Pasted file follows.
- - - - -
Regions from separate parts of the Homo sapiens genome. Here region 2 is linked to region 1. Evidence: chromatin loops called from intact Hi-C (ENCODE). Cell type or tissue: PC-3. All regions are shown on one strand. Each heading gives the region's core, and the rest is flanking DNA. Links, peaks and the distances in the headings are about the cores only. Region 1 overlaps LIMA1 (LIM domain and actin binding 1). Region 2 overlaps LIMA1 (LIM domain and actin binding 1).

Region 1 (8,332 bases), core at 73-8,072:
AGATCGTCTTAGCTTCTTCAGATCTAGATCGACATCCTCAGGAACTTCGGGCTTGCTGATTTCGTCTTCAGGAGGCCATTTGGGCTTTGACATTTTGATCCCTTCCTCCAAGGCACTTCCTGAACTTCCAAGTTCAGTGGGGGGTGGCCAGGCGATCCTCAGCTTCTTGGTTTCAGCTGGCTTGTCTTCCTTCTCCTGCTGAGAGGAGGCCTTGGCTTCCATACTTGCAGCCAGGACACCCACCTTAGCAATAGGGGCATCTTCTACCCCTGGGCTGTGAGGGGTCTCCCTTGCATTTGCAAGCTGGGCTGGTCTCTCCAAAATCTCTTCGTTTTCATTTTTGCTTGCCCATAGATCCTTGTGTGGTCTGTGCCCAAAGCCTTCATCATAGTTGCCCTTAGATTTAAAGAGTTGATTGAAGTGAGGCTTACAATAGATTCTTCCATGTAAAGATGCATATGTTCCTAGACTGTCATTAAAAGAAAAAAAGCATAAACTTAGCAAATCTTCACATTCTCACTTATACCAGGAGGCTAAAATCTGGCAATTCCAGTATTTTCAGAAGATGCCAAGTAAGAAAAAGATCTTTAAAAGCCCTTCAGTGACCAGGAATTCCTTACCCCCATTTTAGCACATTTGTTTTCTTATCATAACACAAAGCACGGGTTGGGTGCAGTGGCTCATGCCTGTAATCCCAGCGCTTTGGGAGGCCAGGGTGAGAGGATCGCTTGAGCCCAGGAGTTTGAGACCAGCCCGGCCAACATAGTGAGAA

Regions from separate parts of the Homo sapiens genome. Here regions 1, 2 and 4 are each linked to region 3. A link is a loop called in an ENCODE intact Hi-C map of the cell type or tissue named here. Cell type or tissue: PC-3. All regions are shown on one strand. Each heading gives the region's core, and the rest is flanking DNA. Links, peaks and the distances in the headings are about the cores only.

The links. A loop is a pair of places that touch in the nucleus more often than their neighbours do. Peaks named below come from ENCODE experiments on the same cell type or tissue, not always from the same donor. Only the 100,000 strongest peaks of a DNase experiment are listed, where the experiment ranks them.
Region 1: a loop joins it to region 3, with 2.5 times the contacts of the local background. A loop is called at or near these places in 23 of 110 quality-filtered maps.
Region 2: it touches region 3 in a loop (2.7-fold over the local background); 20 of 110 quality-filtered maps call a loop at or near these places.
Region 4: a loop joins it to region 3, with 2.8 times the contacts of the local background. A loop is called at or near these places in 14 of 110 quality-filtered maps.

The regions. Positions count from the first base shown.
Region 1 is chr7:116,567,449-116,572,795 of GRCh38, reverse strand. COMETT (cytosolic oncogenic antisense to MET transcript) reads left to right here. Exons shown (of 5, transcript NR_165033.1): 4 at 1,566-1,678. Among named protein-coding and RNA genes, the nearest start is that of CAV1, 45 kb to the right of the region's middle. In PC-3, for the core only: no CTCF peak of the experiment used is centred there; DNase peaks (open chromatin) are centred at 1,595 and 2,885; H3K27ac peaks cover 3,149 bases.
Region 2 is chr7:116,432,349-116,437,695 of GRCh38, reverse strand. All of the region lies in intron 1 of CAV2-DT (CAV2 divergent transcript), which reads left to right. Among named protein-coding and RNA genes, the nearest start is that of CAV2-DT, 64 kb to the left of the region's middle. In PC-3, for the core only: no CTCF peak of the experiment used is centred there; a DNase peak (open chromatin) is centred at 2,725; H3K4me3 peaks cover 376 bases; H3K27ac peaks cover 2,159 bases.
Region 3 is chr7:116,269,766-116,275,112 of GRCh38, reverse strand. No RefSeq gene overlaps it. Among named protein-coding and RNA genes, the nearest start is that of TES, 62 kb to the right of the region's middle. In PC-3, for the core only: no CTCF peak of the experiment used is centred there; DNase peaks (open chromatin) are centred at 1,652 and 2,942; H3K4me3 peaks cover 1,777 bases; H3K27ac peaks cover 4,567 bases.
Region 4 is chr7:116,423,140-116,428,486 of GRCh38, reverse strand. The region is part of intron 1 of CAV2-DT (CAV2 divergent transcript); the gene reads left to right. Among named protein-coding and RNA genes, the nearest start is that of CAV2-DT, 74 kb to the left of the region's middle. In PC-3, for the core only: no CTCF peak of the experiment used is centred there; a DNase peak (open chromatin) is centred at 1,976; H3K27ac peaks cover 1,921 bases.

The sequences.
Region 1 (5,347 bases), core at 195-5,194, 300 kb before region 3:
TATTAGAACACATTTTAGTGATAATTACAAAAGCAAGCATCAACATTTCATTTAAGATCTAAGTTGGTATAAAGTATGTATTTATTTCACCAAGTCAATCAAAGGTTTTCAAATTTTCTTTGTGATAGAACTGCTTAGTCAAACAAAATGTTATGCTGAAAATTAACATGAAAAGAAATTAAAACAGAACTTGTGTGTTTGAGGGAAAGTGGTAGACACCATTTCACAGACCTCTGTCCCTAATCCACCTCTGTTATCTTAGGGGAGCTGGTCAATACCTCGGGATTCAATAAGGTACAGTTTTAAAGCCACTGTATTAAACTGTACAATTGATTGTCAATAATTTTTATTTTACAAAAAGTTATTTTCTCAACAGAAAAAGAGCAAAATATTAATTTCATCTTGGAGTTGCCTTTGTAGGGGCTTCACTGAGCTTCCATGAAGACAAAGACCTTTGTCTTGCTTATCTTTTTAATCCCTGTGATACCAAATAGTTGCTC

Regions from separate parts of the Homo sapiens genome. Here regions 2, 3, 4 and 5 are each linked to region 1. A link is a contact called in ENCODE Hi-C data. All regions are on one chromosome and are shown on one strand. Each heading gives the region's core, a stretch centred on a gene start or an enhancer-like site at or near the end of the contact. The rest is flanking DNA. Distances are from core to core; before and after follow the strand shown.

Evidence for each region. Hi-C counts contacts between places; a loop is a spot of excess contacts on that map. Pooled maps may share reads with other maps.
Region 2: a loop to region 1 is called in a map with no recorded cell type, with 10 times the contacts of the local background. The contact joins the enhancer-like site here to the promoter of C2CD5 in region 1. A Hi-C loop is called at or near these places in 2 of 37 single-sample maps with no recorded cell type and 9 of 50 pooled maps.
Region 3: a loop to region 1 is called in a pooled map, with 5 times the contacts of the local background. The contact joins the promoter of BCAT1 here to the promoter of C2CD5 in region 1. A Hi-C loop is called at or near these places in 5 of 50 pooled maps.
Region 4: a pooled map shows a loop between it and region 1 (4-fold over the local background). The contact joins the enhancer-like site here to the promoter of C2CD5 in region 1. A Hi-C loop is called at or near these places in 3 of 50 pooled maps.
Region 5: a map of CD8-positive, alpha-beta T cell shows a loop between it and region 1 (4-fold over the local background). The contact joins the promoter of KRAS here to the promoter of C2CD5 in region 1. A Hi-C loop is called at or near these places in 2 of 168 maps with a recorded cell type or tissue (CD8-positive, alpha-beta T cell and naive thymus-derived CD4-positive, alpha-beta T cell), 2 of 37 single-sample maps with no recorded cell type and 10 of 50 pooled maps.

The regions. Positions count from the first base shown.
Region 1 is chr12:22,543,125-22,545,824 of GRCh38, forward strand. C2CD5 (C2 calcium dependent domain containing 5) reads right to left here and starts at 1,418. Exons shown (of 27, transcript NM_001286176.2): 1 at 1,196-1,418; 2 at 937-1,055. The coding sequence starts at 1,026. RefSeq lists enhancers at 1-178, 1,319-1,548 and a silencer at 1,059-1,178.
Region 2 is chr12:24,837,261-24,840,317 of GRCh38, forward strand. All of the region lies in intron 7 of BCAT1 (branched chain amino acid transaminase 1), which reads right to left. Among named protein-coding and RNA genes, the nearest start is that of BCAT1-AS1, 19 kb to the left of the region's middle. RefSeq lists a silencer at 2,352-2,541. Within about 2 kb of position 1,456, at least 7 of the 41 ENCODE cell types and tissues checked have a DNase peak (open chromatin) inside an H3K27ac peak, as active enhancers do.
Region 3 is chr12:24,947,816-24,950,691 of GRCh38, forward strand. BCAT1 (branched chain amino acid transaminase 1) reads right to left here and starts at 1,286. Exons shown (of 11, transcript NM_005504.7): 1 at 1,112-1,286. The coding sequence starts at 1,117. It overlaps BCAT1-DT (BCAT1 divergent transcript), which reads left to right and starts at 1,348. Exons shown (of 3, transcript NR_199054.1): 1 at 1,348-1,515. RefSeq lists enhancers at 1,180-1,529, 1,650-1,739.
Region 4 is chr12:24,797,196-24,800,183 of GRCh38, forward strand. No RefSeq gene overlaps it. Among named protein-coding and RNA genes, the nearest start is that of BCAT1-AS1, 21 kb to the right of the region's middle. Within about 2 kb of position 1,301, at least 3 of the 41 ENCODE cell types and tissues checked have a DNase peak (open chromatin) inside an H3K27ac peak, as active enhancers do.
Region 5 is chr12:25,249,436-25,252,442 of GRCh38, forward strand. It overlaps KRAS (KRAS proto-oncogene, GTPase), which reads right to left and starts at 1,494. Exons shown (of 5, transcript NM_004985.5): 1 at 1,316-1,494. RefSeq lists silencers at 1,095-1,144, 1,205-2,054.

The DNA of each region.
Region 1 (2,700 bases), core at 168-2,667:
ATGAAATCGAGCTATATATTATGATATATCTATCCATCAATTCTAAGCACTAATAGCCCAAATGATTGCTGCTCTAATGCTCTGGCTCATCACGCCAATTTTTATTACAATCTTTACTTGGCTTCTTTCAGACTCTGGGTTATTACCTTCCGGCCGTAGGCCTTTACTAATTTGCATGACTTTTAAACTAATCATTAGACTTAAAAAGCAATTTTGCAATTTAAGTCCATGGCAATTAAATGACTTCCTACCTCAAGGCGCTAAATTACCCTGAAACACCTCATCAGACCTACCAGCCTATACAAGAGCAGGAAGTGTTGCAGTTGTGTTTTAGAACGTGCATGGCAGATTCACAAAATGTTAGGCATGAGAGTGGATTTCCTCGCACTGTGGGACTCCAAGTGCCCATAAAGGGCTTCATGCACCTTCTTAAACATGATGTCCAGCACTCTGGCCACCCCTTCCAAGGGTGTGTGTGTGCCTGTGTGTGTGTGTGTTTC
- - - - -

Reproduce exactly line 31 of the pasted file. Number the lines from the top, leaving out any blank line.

ATGAAATCGAGCTATATATTATGATATATCTATCCATCAATTCTAAGCACTAATAGCCCAAATGATTGCTGCTCTAATGCTCTGGCTCATCACGCCAATTTTTATTACAATCTTTACTTGGCTTCTTTCAGACTCTGGGTTATTACCTTCCGGCCGTAGGCCTTTACTAATTTGCATGACTTTTAAACTAATCATTAGACTTAAAAAGCAATTTTGCAATTTAAGTCCATGGCAATTAAATGACTTCCTACCTCAAGGCGCTAAATTACCCTGAAACACCTCATCAGACCTACCAGCCTATACAAGAGCAGGAAGTGTTGCAGTTGTGTTTTAGAACGTGCATGGCAGATTCACAAAATGTTAGGCATGAGAGTGGATTTCCTCGCACTGTGGGACTCCAAGTGCCCATAAAGGGCTTCATGCACCTTCTTAAACATGATGTCCAGCACTCTGGCCACCCCTTCCAAGGGTGTGTGTGTGCCTGTGTGTGTGTGTGTTTC